Israeli Extremists and Christian Fundamentalists: The Alliance
by Grace Halsell
March 23, 2001

At the time I began my research for my book Prophecy and Politics, I discovered the average American I met in Washington, DC, and New York was not interested in TV evangelists and their link to Israel. Neither were book editors. I went to 25 top editors in New York with my book idea on religion and politics. Michael Korda of Simon and Schuster was typical. "Jerry Falwell? Pat Robertson? Who is interested in those crazies?"

By the time my book came out those "crazies" were on the front page of every American newspaper and on every news channel. Of course, I didn't give them this instant fame, which extended throughout the world. Two of them earned it themselves by being in the middle of scandals.

The press told us that Jim Bakker had committed adultery and that Jimmy Swaggart regularly visited a prostitute. A fellow marine said Pat Robertson never had to dodge bullets in Korea because he had used his father's influence as a senator to escape front line duty. But almost everyone ignored the biggest scandal of all: the peculiar mixture of prophecy and politics professed by these and other Christian Zionists.

The Christian Zionists Message

What is the message of the Christian Zionist? Simply stated it is this: Every act taken by Israel is orchestrated by God, and should be condoned, supported, and even praised by the rest of us.

"Never mind what Israel does," say the Christian Zionists. "God wants this to happen." This includes the invasion of Lebanon, which killed or injured an estimated 100,000 Lebanese and Palestinians, most of them civilians; the bombing of sovereign nations such as Iraq; the deliberate, methodical brutalizing of the Palestinians-breaking bones, shooting children, and demolishing homes; and the expulsion of Palestinian Christians and Muslims from a land they have occupied for over 2,000 years.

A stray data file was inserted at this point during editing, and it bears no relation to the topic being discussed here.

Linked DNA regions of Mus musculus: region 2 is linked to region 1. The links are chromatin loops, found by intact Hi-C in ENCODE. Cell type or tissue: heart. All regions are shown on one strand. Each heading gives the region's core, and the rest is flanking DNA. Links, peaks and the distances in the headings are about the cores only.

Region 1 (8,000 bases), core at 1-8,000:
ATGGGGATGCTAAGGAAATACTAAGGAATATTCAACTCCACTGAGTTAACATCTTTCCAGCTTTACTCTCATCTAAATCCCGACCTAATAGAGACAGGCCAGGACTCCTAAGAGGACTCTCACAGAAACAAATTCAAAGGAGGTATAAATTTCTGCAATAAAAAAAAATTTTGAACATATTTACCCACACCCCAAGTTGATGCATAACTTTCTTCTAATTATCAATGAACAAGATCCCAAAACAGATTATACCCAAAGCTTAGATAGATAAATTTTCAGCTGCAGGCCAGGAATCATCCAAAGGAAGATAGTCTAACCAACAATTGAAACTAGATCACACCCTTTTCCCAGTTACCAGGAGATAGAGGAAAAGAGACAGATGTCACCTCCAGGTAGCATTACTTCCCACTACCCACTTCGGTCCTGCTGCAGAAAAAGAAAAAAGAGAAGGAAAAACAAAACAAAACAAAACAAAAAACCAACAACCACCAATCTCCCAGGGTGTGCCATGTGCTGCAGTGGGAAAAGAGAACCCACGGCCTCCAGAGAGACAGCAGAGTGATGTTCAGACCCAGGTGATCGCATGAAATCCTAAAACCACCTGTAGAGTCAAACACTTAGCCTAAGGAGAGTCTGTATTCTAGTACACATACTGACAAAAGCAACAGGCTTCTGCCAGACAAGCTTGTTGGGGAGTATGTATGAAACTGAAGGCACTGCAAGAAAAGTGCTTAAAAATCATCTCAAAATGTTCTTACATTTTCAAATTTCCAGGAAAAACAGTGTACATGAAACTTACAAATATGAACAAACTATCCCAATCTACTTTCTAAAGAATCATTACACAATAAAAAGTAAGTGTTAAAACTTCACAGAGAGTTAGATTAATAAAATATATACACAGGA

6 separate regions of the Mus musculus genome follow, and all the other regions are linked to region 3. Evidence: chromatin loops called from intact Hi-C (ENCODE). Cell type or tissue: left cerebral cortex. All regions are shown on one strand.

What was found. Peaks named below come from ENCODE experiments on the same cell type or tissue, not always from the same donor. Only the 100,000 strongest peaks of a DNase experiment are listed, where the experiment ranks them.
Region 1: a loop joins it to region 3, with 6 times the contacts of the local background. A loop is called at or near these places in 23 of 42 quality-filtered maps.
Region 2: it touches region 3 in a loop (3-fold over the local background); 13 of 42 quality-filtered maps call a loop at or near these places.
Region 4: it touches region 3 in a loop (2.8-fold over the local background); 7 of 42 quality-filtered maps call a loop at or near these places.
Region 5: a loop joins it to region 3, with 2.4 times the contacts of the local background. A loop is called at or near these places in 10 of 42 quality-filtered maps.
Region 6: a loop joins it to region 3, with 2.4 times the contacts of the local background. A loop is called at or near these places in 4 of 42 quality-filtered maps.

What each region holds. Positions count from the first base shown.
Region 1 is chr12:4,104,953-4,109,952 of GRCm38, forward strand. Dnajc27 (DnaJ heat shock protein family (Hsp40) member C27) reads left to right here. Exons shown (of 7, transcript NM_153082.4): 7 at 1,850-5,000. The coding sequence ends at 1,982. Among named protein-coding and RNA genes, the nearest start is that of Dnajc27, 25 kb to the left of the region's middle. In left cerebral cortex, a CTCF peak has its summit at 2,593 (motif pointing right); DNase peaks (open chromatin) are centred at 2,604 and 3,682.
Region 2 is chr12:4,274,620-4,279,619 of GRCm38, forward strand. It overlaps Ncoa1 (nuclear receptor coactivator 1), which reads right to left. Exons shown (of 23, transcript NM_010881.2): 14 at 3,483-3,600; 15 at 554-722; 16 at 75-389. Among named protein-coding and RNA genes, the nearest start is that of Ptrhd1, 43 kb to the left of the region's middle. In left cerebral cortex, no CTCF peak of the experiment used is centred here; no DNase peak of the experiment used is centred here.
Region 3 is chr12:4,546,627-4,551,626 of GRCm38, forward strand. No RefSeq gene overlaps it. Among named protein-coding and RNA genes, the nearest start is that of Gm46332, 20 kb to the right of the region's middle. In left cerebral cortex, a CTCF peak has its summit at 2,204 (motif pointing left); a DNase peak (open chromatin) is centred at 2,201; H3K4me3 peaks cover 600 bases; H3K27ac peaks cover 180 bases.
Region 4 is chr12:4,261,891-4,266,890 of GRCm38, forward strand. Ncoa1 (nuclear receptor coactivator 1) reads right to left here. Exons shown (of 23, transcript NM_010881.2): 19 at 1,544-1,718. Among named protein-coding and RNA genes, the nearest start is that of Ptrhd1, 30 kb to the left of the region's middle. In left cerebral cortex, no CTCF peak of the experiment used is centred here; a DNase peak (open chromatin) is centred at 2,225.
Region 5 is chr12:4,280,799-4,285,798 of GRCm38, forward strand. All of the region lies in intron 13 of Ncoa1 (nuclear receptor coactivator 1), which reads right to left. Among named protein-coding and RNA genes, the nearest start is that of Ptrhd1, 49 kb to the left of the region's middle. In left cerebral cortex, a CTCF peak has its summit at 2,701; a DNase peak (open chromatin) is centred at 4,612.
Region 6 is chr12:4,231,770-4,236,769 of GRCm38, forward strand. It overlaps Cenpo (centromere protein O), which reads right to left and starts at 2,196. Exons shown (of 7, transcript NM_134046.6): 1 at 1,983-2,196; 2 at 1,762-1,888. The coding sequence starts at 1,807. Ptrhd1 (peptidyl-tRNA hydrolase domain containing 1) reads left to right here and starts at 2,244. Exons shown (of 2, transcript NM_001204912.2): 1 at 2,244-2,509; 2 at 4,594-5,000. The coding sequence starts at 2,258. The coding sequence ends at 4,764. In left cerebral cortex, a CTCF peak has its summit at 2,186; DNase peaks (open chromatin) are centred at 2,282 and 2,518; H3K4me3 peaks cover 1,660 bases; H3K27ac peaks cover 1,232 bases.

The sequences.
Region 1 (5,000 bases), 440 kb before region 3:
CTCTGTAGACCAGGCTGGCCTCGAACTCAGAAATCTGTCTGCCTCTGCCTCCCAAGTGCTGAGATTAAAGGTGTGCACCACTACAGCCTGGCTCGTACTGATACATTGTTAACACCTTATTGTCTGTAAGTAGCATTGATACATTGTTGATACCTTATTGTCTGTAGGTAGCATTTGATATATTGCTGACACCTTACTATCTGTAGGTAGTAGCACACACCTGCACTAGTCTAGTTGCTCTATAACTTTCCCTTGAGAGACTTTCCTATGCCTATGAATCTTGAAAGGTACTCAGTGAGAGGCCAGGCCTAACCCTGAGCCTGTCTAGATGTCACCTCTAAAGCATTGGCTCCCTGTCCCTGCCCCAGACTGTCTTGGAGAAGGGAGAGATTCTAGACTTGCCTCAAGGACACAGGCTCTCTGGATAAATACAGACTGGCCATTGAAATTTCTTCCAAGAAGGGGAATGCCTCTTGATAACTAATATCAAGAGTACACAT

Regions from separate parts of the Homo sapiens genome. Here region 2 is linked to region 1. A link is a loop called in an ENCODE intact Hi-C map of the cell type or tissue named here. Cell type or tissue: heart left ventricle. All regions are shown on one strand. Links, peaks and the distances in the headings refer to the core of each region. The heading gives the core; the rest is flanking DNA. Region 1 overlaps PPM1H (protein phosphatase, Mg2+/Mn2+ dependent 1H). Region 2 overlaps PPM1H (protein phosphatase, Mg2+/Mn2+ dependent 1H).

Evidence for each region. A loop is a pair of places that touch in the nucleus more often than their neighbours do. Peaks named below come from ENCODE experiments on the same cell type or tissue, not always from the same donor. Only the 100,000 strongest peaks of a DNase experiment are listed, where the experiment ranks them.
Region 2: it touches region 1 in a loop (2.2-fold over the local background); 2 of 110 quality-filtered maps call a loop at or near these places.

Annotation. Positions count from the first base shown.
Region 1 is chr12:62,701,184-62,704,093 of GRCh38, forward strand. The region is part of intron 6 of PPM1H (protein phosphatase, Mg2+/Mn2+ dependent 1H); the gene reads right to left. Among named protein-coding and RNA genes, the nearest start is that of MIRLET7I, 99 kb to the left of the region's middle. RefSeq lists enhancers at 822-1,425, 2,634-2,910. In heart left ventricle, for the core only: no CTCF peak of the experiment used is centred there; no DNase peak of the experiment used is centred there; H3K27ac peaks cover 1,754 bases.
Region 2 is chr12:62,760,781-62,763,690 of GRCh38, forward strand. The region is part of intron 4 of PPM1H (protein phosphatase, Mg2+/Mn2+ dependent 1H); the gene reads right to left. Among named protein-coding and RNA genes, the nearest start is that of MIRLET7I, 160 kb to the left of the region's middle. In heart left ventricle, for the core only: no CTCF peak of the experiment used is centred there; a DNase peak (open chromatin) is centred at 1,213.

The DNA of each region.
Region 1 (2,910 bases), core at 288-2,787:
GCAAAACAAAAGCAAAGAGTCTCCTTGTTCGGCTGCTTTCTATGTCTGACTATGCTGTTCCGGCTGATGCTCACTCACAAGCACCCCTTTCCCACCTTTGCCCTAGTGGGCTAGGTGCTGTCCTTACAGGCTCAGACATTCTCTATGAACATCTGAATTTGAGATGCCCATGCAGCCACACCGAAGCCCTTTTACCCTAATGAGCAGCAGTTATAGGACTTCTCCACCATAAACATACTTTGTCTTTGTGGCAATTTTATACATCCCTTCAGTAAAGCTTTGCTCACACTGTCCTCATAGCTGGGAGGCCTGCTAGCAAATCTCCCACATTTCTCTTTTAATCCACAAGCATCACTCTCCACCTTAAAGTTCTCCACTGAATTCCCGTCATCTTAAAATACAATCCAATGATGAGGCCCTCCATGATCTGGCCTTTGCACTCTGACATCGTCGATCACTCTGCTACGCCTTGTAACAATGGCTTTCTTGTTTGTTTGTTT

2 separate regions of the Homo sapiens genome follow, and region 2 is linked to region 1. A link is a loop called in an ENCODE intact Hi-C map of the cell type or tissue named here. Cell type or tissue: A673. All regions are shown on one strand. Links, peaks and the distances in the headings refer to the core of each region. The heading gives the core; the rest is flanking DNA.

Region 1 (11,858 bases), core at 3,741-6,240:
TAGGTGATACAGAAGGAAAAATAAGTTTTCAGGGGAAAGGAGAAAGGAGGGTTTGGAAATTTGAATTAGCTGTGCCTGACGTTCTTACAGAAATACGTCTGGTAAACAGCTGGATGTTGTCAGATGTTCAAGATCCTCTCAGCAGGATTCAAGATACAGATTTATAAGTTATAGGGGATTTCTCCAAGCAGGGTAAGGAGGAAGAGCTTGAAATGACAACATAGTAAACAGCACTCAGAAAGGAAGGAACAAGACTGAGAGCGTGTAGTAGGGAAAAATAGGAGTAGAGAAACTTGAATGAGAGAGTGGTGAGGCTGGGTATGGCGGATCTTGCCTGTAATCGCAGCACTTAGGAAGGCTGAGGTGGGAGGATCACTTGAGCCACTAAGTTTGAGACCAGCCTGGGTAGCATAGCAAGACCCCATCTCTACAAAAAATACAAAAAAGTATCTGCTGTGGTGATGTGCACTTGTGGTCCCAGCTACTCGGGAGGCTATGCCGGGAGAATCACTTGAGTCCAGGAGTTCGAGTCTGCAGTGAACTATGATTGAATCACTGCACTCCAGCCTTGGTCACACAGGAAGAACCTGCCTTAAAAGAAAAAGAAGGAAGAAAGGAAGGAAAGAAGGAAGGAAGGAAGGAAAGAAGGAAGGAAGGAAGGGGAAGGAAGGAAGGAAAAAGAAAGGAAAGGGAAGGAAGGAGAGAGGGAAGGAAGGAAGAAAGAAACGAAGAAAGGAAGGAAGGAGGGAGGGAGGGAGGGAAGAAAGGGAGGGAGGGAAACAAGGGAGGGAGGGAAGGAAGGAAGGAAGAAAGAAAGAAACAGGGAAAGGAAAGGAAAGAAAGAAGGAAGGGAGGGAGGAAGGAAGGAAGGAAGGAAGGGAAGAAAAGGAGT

My premise in Prophecy and Politics is that Christian Zionism is a dangerous and growing segment of Christianity, which was popularized by the 19th-century American Cyrus Scofield when he wrote into a Bible his interpretation of events in history. These events all centered around Israel-past, present, and future. His Scofield Bible is today the most popular of the reference Bibles.

Scofield said that Christ cannot return to earth until certain events occur: The Jews must return to Palestine, gain control of Jerusalem and rebuild a temple, and then we all must engage in the final, great battle called Armageddon. Estimates vary, but most students of Armageddon theology agree that as a result of these relatively recent interpretations of Biblical scripture, 10 to 40 million Americans believe Palestine is God's chosen land for the Jews.

Has the power of the Christian Zionists diminished?

I do not think so. Rather, we are seeing how the Christian Zionists, motivated by religious beliefs, are working hand in glove with politically motivated, militant Jewish Zionists around the world. It is the Christian support of Zionism that emboldens Zionists to believe they can dictate to relatively weak and dependent countries such as Austria, whom they may choose as their president.

It is the Christian support of Zionism that allows Manuel Noriega to remain the strongman in Panama, misusing his power, regardless of what harm he causes to the United States, his neighbors, and his people.